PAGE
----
Apr 2, 2019

April is National Child Abuse Prevention Month

Feb 5, 2018
*NEW* Child Care Change Report form now available on our website.
Oct 13, 2017
The Family and Individual Services Unit has been renamed Public Assistance in order to be more aligned with the services provided to the public
Aug 21, 2017

Kenynia Howard was indicted by a Sandusky County Grand Jury and pled guilty to theft and Medicaid eligibility fraud.           

Jul 22, 2015

The Sandusky County Department of Job and Family Services along with the eight counties listed below implemented a call center know as COLLABOR8. These nine (9) JFS Departments share a telephone and imaging system between counties to service public assistance consumers.

Nov 7, 2012
Child Support Web Portal Now Available




Who abuses the elderly?
People often hear about elderly abuse in institutions, but only a small percent of elderly live in institutions. Most elderly persons live independently. This may be alone, with a spouse, or with relatives.

Most families don't abandon, abuse, neglect, or take advantage of their elderly relatives. But studies do point to the family as the single greatest source of elder abuse.

Daughters, sons, grandchildren, or other relatives may be abusers. Physical abusers are usually male.

Psychological abusers are usually 50 or older. These relatives may have been looking forward to a time of personal freedom. They instead find themselves supplying almost constant personal and medical care to an elderly relative.

In many of the families where abuse happens, conflicts have existed for years. There may be a pattern of violence in the family. The parent may have treated the child badly earlier in life. These problems come to a head when family members move into the same home.

Why does abuse of the elderly happen?
Violence in the family has more than one cause. However, a major cause is being unable to handle stress. The relative who takes care of an elderly person may have several sources of stress, such as:

  financial problems
  unhappiness with a job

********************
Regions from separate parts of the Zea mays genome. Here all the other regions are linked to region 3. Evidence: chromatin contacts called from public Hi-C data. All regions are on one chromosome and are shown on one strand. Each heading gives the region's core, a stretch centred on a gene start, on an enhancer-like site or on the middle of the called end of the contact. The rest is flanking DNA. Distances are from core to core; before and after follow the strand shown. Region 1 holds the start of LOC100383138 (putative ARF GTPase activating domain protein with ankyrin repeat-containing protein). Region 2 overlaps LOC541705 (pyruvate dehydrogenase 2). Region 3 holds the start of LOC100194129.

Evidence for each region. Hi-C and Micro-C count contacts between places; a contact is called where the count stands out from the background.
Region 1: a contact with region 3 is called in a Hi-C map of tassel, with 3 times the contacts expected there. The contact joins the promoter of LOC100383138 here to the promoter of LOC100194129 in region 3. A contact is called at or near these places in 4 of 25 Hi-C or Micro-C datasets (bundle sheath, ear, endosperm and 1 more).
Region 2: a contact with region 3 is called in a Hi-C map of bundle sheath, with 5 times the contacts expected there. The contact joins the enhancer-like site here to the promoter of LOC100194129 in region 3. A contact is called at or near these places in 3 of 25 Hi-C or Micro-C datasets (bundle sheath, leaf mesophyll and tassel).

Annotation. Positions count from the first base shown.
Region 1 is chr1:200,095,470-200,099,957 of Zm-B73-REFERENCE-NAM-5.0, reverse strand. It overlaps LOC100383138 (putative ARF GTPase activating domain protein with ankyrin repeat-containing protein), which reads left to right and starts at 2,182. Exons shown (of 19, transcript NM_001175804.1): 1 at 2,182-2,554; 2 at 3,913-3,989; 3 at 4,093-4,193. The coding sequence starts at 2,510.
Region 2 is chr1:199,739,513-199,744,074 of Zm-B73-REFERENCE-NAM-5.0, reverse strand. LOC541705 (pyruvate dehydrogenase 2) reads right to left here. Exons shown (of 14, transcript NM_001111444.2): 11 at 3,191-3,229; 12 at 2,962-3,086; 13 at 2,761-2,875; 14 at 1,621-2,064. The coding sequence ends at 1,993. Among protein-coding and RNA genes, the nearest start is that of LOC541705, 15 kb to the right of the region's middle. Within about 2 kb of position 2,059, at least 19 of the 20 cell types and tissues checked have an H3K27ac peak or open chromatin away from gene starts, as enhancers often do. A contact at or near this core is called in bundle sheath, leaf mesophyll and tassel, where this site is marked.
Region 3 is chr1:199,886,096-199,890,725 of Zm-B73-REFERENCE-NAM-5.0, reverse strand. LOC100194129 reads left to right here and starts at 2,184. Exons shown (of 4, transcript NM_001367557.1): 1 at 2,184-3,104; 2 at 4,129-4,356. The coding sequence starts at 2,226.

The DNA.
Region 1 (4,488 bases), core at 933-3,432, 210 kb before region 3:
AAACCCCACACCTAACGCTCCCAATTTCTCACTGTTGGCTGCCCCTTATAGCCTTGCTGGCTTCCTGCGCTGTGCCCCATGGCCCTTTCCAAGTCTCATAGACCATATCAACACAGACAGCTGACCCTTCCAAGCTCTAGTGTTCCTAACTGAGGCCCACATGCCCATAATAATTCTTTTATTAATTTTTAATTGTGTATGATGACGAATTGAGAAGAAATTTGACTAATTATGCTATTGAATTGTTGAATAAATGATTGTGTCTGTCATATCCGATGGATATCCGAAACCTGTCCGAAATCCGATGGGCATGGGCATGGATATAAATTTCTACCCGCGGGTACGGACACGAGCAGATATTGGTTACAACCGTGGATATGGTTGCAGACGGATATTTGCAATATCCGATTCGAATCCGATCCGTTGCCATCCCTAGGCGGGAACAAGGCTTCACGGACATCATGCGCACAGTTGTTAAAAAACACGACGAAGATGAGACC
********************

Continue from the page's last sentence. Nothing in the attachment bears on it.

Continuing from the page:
being forced to give up a job to take care of an elderly parent or relative
  shouldering the care and costs of an elderly person at an age when the caretaker needs to plan for his or her own retirement

Stress often leads caretakers to misuse alcohol or drugs. Misuse of alcohol is often a cause of family violence. Drinking can lower a person's self-control and increase the chance of aggressive and violent behavior.

Caretakers are often torn between love and hate, between a sense of duty and a wish to be free from responsibility. They may feel guilty for not welcoming elderly relatives into their home with open arms.

Old conflicts become worse. Caretakers may complain that elderly persons don't:

  respect family needs for privacy
  consider family opinions
  recognize caretakers as adults


As elderly persons become more dependent on caretakers, the chance of abuse increases. This abuse may be physical, emotional, or financial. It can include neglect or exploitation.

Poor health can accompany aging and places increasing burdens on the family. Many elderly can't walk without the aid of another person or a walker. Some may need a wheelchair. Many need almost constant care and supervision and can't be left alone. The family and the caretaker begin to resent the restrictions placed on its time.

Some age-related diseases, and some medicines may change personality. These changes can make the elderly person hard to care for. Some elderly may:

  try to control the family and the caretaker
  be demanding
  cry or scream
  refuse food
  refuse to take medicine